Julie Andrews has one of the most varied careers of any woman in Hollywood. She enjoyed great success as a child singer on the European vaudeville circuit in the late 1940s and early 50s. She then became a major Broadway star throughout the 1950s with such hit musical productions as My Fair Lady and Camelot. Her fist film role made Julie Andrews a household name overnight with MARY POPPINS (1964), also winning her the covetted Academy Award for best actress. She made a serious splash in movies in the 1960s with such films as THE SOUND OF MUSIC (1965), THOROUGHLY MODERN MILLIE (1967), STAR! (1968), and DARLING LILI (1970).
Andrews was at her professional peak when the ABC television network offered her a weekly program in 1972. Judy Garland had had a similar program in the early 60s, which had failed due to poor ratings. Like Garland’s show, The Julie Andrews Hour featured musical numbers performed by the star and a variety of guest performers. Unfortunately, the hour-long program was scheduled too late at night for families with children. When the show was moved to the more appropriate time slot Saturday night at 9:00, it was forced to compete with two well-established popular programs: The Mary Tyler Moore Show and The Bob Newhart Show. The Julie Andrews Hour was finally axed after its 24th show in April, 1973.
That’s not to say the the show wasn’t valued by the television network, the critics, and the public. Unfortunate circumstances may have prevented its having a long run, but during its time on the air waves, Julie Andrews was nominated for a Golden Globe Award, and the show itself earned seven of the eight Emmy Awards for which it was nominated. Between 1973 and 75, ABC offered Andrews a number of variety specials produced in England. Throughout the 1970s and 80s, it was not unusual to see a syndicated rerun of The Julie Andrews Hour packaged as a seasonal special on certain channels.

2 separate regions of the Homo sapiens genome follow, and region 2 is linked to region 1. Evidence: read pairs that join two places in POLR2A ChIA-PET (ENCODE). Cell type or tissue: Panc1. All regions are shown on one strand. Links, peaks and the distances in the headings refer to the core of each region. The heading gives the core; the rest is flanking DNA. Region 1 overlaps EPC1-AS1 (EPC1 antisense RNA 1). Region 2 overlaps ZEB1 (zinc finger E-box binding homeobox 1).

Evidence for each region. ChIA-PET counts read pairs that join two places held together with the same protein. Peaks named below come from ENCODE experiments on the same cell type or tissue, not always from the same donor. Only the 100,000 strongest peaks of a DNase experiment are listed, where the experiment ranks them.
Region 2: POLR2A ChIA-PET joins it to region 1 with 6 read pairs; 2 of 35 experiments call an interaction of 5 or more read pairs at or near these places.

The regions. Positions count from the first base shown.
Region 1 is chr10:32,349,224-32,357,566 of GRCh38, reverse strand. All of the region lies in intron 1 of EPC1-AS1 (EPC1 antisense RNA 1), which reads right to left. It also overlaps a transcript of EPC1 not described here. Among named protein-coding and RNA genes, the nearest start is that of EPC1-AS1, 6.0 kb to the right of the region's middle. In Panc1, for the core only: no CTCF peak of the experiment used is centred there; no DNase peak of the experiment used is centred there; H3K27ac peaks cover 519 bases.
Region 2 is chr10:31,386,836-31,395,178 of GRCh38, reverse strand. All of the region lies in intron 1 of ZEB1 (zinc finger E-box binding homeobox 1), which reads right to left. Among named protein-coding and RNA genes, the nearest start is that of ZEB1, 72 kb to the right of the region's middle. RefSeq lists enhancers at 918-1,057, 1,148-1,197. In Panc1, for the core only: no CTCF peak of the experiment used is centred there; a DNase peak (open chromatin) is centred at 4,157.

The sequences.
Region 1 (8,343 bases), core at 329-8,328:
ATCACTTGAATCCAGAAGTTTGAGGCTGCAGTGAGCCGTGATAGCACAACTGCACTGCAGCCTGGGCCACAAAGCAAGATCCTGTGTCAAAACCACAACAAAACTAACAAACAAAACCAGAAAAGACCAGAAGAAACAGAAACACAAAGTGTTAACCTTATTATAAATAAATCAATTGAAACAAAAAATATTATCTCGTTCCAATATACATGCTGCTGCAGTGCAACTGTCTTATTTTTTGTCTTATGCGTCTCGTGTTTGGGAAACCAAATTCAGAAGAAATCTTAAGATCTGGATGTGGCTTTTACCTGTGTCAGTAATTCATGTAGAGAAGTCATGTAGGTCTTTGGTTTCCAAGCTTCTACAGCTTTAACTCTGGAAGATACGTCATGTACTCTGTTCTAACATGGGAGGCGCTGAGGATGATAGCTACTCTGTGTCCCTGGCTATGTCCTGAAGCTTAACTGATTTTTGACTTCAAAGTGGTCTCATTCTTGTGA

Frequent guests on The Julie Andrews Hour included Mama Cass Elliot (from The Mamas and the Papas), Robert Goulet (who had starred with Andrews in Camelot on boradway). She also hosted several commedians, including Carl Reiner, Phyllis Diller, Diahann Caroll, Don Rickles, and Sammy Davis, Jr. Musical guests included the Smothers Brothers, Harry Belafonte, and many many others.
Eliza Doolittle Meets Mary Poppins
First Julie does a duet with herself as Eliza, then she has to break up a catfight between Eliza and Mary!
“How about a spoonful of sugar to help this fist go down?”
From the Salute to Disney Episode
Making Comedy with Harry Belafonte
This sketch has a bit of a poignant twist at the end.
Simon and Garfunkel Medley with Mama Cass
I love when Julie sings the pop songs of the day.
Julie meets the real matron of the Von Trapp Family Singers
Maria von Trapp is adorable – both of them!
Even practically perfect Julie Andrews messes up sometimes
She even knows how to curse!
Julie ended every episode singing “Time is My Friend”
This post is written in conjunction with the Big Stars on the Small Screen Blogathon, hosted by Aurora at How Sweet It Was. Be sure to check out the other great posts about classic movie star appearances on television. Also, check out this cool blog entirely devoted to The Julie Andrews Hour.